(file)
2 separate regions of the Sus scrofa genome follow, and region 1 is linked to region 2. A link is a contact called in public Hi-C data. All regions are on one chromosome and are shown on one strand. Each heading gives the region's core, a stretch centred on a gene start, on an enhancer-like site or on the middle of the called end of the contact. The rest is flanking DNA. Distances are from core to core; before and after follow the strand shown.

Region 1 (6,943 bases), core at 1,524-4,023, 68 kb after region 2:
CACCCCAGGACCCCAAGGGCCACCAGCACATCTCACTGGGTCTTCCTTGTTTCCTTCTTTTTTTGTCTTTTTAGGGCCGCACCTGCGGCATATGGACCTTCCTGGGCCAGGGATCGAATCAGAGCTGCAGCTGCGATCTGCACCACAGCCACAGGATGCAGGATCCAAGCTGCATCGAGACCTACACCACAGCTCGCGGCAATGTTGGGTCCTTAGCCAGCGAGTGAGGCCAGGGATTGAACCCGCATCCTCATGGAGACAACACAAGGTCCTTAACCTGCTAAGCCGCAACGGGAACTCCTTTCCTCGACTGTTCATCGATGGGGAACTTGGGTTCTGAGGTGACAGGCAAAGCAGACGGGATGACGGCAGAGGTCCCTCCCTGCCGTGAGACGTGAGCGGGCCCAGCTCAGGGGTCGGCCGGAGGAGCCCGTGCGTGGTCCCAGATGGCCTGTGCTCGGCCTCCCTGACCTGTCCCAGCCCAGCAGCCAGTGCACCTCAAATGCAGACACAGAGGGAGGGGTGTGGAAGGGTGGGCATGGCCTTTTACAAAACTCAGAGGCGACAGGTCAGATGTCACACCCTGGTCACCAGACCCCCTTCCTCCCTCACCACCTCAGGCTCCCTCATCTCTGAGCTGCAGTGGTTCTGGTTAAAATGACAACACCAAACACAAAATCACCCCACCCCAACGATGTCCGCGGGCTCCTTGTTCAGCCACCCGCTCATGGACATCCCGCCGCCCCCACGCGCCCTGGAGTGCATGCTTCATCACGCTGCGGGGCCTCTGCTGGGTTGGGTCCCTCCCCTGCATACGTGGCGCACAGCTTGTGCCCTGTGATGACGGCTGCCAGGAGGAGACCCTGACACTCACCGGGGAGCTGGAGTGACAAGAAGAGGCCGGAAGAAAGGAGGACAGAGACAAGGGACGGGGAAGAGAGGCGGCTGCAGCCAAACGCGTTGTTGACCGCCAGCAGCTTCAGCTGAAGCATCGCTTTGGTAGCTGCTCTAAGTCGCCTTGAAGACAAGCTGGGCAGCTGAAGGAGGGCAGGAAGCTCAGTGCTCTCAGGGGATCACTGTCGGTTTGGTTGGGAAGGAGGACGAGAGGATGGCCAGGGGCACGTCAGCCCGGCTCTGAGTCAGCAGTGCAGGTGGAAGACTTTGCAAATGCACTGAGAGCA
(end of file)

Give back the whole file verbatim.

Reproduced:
2 separate regions of the Sus scrofa genome follow, and region 1 is linked to region 2. A link is a contact called in public Hi-C data. All regions are on one chromosome and are shown on one strand. Each heading gives the region's core, a stretch centred on a gene start, on an enhancer-like site or on the middle of the called end of the contact. The rest is flanking DNA. Distances are from core to core; before and after follow the strand shown.

Region 1 (6,943 bases), core at 1,524-4,023, 68 kb after region 2:
CACCCCAGGACCCCAAGGGCCACCAGCACATCTCACTGGGTCTTCCTTGTTTCCTTCTTTTTTTGTCTTTTTAGGGCCGCACCTGCGGCATATGGACCTTCCTGGGCCAGGGATCGAATCAGAGCTGCAGCTGCGATCTGCACCACAGCCACAGGATGCAGGATCCAAGCTGCATCGAGACCTACACCACAGCTCGCGGCAATGTTGGGTCCTTAGCCAGCGAGTGAGGCCAGGGATTGAACCCGCATCCTCATGGAGACAACACAAGGTCCTTAACCTGCTAAGCCGCAACGGGAACTCCTTTCCTCGACTGTTCATCGATGGGGAACTTGGGTTCTGAGGTGACAGGCAAAGCAGACGGGATGACGGCAGAGGTCCCTCCCTGCCGTGAGACGTGAGCGGGCCCAGCTCAGGGGTCGGCCGGAGGAGCCCGTGCGTGGTCCCAGATGGCCTGTGCTCGGCCTCCCTGACCTGTCCCAGCCCAGCAGCCAGTGCACCTCAAATGCAGACACAGAGGGAGGGGTGTGGAAGGGTGGGCATGGCCTTTTACAAAACTCAGAGGCGACAGGTCAGATGTCACACCCTGGTCACCAGACCCCCTTCCTCCCTCACCACCTCAGGCTCCCTCATCTCTGAGCTGCAGTGGTTCTGGTTAAAATGACAACACCAAACACAAAATCACCCCACCCCAACGATGTCCGCGGGCTCCTTGTTCAGCCACCCGCTCATGGACATCCCGCCGCCCCCACGCGCCCTGGAGTGCATGCTTCATCACGCTGCGGGGCCTCTGCTGGGTTGGGTCCCTCCCCTGCATACGTGGCGCACAGCTTGTGCCCTGTGATGACGGCTGCCAGGAGGAGACCCTGACACTCACCGGGGAGCTGGAGTGACAAGAAGAGGCCGGAAGAAAGGAGGACAGAGACAAGGGACGGGGAAGAGAGGCGGCTGCAGCCAAACGCGTTGTTGACCGCCAGCAGCTTCAGCTGAAGCATCGCTTTGGTAGCTGCTCTAAGTCGCCTTGAAGACAAGCTGGGCAGCTGAAGGAGGGCAGGAAGCTCAGTGCTCTCAGGGGATCACTGTCGGTTTGGTTGGGAAGGAGGACGAGAGGATGGCCAGGGGCACGTCAGCCCGGCTCTGAGTCAGCAGTGCAGGTGGAAGACTTTGCAAATGCACTGAGAGCA